‘Yes please what?’
“Yes please, ham and cheese.”
“No it’s ham or cheese.” he explained.
“You don’t do them together? “
“No.”
“Oh,” I said surprised, then leaned in toward him and in a friendly but confidential tone said “Why not? Too flavorful?”
God willing, there will always be an England.

Rating: * * * * Very, very good

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Reviewed by: Kathleen Hennrikus

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Review: How to be a Tudor: A Dawn-to-Dusk Guide to Tudor Life, by Ruth Goodman

25622831The Tudor period (1485-1603) is historian Goodman’s favorite. There is nothing dry or tedious about this depiction as the author has been an enthusiastic participant in actually trying out aspects of Tudor life. It’s hard to imagine how different life was from today. Everything is done be hand, for a piece of clothing the sheep needed to be raised and shorn, the wool cleaned and spun and the cloth woven before the garment could be cut and sewn. If there was bad weather and a poor harvest people were hungry. Goodman explains in detail the importance of ploughing the fields and why it was an almost year round task. I enjoyed the explanations of the Tudor origins of expressions such as “pin money” and why we eat our meals in a particular order still following Tudor health guidelines today.

Rating: * * * * Very, very good

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Reviewed by: kh

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Review: The Narrow Door, by Paul Lisicky

indexWhen I first tucked into Paul Lisicky’s new memoir The Narrow Door, I assumed that it would be a tribute to his late writer friend Denise Gess, who lost her battle to cancer in 2009.  But we soon learn that Lisicky’s loss of Denise is compounded by a deteriorating relationship with his partner of sixteen years, poet Mark Doty.  Without veering into overly maudlin territory, Lisicky uses this perfect storm of catastrophes to reflect on losses of all magnitudes.  It is the disasters beyond our power that Lisicky fixates on most—natural disasters, the senseless murder of Marvin Gaye—as his own surroundings spiral out of control.  Sound like a downer?  True to its title, the book does offer a shaft of light through the narrow door.  Beyond loss and pain, there is always the possibility of something better.  Recommended for those who enjoyed Ann Patchett’s This Is the Story of a Happy Marriage, Maggie Nelson’s The Argonauts, or Leslie Jamison’s The Empathy Exams.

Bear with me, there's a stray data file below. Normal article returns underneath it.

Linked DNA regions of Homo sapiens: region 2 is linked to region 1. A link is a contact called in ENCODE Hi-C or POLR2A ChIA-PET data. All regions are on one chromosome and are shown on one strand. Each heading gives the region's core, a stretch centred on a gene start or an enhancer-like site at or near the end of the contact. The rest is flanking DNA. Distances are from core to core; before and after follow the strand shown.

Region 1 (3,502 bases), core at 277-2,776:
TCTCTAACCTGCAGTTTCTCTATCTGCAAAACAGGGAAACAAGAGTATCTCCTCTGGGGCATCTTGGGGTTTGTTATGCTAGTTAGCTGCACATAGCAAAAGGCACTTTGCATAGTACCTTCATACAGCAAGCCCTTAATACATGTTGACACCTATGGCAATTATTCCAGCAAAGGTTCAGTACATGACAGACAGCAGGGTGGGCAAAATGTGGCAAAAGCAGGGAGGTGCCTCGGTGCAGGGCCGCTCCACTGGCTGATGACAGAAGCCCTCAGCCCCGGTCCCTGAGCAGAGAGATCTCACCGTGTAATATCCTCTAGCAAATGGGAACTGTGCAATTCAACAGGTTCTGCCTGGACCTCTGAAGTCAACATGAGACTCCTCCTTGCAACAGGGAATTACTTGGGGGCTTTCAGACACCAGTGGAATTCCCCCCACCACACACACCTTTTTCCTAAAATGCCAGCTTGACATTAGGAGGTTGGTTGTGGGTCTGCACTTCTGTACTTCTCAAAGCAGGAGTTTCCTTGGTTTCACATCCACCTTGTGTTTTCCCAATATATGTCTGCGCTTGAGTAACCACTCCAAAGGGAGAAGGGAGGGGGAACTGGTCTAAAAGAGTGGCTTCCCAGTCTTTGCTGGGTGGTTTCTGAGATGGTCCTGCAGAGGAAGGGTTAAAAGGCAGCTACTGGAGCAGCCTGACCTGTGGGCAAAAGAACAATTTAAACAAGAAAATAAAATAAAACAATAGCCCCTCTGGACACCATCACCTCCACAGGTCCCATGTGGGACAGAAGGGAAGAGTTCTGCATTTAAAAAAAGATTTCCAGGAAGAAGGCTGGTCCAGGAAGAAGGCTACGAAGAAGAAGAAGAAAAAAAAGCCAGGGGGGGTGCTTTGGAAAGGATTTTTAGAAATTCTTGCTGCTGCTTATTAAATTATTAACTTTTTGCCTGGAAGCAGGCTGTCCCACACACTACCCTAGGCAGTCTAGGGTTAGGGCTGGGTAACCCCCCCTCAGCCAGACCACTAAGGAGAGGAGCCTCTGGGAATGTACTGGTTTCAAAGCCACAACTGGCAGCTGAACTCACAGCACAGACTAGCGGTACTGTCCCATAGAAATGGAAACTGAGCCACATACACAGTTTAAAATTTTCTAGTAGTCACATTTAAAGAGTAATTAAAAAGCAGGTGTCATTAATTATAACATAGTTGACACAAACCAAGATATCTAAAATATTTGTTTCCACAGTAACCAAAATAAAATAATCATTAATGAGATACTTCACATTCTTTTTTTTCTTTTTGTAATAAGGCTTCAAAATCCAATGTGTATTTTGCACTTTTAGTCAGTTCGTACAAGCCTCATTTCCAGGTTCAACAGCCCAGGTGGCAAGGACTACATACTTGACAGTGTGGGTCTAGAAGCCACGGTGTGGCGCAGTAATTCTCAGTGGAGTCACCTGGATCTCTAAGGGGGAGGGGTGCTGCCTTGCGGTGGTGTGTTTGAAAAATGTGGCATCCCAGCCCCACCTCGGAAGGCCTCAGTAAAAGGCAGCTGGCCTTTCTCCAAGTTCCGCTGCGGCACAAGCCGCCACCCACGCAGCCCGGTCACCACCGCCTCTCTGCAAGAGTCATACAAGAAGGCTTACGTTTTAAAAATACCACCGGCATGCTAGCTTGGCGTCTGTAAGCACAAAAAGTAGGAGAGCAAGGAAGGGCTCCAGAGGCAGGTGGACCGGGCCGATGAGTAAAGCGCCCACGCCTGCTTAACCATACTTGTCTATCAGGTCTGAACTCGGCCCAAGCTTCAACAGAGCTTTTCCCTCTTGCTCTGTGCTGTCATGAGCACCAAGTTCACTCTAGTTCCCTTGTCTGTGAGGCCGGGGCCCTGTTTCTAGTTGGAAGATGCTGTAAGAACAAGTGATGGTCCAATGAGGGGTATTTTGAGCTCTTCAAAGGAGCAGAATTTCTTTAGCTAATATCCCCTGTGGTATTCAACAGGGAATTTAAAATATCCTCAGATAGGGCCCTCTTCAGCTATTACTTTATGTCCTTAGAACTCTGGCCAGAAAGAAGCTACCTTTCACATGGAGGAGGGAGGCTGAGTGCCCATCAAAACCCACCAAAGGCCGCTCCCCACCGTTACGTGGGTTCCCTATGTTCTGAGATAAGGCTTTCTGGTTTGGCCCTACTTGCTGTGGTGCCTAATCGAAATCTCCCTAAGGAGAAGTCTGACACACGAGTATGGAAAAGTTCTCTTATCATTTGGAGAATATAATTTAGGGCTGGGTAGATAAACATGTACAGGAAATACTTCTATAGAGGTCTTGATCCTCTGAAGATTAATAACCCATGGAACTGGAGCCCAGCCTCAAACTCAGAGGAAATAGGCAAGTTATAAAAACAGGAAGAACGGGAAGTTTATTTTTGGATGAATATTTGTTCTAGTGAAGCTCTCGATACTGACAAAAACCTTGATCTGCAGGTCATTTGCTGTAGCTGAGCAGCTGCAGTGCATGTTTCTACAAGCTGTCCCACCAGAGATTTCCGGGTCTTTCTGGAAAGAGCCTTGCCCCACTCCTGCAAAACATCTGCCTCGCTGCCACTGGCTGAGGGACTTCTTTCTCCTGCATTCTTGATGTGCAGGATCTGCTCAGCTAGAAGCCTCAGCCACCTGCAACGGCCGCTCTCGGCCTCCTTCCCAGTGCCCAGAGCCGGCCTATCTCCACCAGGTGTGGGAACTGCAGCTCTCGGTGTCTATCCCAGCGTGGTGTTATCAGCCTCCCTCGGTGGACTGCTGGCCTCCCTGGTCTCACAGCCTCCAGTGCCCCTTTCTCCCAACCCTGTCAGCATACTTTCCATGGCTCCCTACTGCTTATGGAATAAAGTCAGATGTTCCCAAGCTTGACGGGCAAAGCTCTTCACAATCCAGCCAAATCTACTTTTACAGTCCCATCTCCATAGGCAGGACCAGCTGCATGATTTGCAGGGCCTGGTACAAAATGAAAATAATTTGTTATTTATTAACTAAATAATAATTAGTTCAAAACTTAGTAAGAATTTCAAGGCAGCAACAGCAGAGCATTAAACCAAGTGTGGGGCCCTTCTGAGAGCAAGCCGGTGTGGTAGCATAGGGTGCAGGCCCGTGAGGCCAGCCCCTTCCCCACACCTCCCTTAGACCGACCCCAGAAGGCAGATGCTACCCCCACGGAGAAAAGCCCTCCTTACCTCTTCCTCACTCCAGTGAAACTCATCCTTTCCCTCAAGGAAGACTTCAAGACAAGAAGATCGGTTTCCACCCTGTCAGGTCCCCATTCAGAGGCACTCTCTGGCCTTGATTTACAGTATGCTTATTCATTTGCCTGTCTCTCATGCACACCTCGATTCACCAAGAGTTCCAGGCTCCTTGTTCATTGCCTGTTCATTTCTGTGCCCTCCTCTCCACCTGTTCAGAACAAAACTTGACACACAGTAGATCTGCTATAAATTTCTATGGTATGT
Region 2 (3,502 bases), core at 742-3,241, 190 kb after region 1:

RATING: * * * * Very, very good

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Reviewed by: Susannah B.

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Review: The Portable Veblen, by Elizabeth McKenzie

indexYes, I too was wary of a novel centered on a woman who communicates with squirrels.  However, Elizabeth McKenzie’s The Portable Veblen astounded me with its ability to comically and compassionately capture one woman’s navigation of love, family, work (or lack thereof), and yes, rodents.

Veblen—named for economist Veblen Thorstein by her woo-woo, hypochondriac mother—is on the verge of a marriage to seemingly rock steady neurologist Paul.  Paul’s professional life is thrown into disorder when his groundbreaking device (essentially a hole punch for skulls) gets snatched up by the Department of Defense to treat traumatized soldiers.  As promises of fame and fortune begin to occupy Paul’s life and threaten his values, Veblen is left to plan the impending wedding ceremony while keeping peace within her fragmented, eccentric family (and soon Paul’s as well).  Veblen reacts how many of us do when facing adversity: by regressing into old ways.  For Veblen, this means indulging her needy mother’s insecurities and venting to an empathetic squirrel—habits that she has consciously shielded from Paul for fear that he will abandon her.  Veblen and Paul grow into more nuanced, relatable characters as they (tardily) begin to confront their differences, reveal their weaknesses, and learn about each other’s pasts.

This is a good bet for readers who enjoy Lorrie Moore’s offbeat characters or Jonathan Franzen’s dysfunctional family portraits.

RATING: * * * * Very, very good

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Reviewed by: Susannah B.